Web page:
Search - Milt Jackson, Sonny Stitt :: In the Beginning

In the Beginning
Milt Jackson, Sonny Stitt
In the Beginning
Genres: Jazz, Pop
  •  Track Listings (17) - Disc #1


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CD Details

All Artists: Milt Jackson, Sonny Stitt
Title: In the Beginning
Members Wishing: 0
Total Copies: 0
Label: Ojc
Release Date: 7/1/1991
Genres: Jazz, Pop
Style: Bebop
Number of Discs: 1
SwapaCD Credits: 1
UPCs: 025218177122, 025218177115

CD Reviews

Vintage jazz featuring two outstanding artists
James A. Vedda | Alexandria, VA USA | 01/24/2009
(4 out of 5 stars)

"As an admirer of both Jackson and Stitt, I think this is a great sample of their earliest work. It was recorded in 1948, so don't expect high fidelity. The balance on tracks 1-12 leaves something to be desired, and there's too much ambient reverb, as if the session was recorded with one microphone in the middle of the room. The bonus tracks (13-17) are much better fidelity, which makes me suspect they may not have been recorded at the same session, contrary to what's indicated on the back cover.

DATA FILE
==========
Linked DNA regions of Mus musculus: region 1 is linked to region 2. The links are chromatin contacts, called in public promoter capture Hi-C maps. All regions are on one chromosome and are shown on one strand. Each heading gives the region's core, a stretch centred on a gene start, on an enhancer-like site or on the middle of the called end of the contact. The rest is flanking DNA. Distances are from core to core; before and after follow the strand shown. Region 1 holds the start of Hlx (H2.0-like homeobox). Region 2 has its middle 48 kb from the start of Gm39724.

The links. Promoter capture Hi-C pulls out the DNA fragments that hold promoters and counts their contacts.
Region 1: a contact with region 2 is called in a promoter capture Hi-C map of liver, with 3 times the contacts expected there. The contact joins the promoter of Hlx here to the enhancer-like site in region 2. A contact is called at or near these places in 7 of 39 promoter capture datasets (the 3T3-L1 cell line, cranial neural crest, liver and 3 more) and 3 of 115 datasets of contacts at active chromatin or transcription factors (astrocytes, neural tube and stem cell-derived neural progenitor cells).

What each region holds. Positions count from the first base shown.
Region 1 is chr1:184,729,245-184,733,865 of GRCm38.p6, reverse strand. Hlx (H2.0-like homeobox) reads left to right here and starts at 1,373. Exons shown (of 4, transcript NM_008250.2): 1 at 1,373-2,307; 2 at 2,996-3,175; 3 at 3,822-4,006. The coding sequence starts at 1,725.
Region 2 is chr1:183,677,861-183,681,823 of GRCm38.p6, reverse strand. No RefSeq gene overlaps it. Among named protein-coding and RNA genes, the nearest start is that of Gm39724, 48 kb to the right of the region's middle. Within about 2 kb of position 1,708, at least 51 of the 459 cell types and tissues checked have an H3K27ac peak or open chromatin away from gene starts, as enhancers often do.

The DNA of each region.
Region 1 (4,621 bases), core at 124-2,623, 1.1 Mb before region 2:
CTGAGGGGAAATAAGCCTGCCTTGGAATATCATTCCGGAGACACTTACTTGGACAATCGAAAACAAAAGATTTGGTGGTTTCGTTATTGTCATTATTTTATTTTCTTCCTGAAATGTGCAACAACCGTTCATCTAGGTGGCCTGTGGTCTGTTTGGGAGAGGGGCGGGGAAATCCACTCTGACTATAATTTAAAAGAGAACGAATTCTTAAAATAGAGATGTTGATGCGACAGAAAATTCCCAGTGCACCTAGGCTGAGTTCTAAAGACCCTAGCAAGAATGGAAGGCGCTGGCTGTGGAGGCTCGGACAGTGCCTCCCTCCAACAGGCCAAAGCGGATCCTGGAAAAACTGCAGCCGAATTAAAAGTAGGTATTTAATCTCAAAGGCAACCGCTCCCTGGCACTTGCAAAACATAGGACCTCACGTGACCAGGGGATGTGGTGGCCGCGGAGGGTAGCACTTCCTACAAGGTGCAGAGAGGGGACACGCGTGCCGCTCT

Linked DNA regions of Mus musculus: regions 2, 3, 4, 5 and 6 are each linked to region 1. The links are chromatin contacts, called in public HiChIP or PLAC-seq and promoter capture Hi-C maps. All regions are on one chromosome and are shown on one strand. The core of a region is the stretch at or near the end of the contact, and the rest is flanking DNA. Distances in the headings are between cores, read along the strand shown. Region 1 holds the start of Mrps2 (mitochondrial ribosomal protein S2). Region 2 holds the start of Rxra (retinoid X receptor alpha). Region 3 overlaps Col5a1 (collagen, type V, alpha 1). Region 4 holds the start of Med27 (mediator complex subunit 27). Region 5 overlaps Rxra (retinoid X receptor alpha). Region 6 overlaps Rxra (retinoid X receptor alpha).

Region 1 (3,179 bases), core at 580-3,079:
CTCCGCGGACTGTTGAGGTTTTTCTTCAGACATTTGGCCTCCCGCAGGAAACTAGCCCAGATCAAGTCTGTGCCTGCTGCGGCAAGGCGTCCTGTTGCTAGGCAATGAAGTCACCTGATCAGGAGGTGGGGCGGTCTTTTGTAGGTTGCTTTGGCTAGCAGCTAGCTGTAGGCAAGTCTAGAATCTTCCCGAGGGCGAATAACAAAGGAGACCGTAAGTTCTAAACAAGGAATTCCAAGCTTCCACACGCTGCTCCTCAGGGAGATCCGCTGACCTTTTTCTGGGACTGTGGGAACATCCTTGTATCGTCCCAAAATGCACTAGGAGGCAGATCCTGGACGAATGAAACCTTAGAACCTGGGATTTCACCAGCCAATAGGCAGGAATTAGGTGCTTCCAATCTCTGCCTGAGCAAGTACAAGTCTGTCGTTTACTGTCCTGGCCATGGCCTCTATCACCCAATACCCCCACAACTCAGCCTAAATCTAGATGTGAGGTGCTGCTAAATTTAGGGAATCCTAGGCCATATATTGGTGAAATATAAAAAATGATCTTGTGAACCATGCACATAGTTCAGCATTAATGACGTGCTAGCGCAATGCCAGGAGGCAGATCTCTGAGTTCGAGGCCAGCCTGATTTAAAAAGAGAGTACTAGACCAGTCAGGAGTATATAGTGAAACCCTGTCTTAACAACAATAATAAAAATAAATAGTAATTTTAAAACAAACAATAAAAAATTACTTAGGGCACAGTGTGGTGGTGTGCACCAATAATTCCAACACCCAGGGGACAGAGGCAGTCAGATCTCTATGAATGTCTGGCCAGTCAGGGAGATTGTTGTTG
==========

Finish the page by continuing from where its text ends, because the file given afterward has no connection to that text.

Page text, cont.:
If the less-than-perfect fidelity doesn't bother you, you're in for a treat, because the playing is great. Stitt is showcased on tracks 1-8, and Jackson is there too, although his presence is not credited in the track listing. Stitt's short but fluid rendition of "Body and Soul" is beautifully done, and in general he puts on an impressive show each time you hear him. (Stitt is on alto for the entire album, and Charlie Parker's influence is clearly evident.) Jackson takes the lead (and Stitt takes a rest) on tracks 9-12, demonstrating the skill and style that come from making the vibes your main instrument instead of a pianist's or drummer's double, as was more typical in those days. Stitt takes back the spotlight (and Jackson is absent) on the bonus tracks, which include trumpet, trombone (a very young J.J. Johnson), and baritone sax in the ensemble. My favorite of these is Stitt's smooth and skillful interpretation of "Relaxin" with some assistance from J.J.'s trombone.
If you favor either of these artists, or the style of jazz that was emerging in the late 1940s, you'll probably be willing to overlook the recording imperfections and will derive substantial enjoyment from this CD."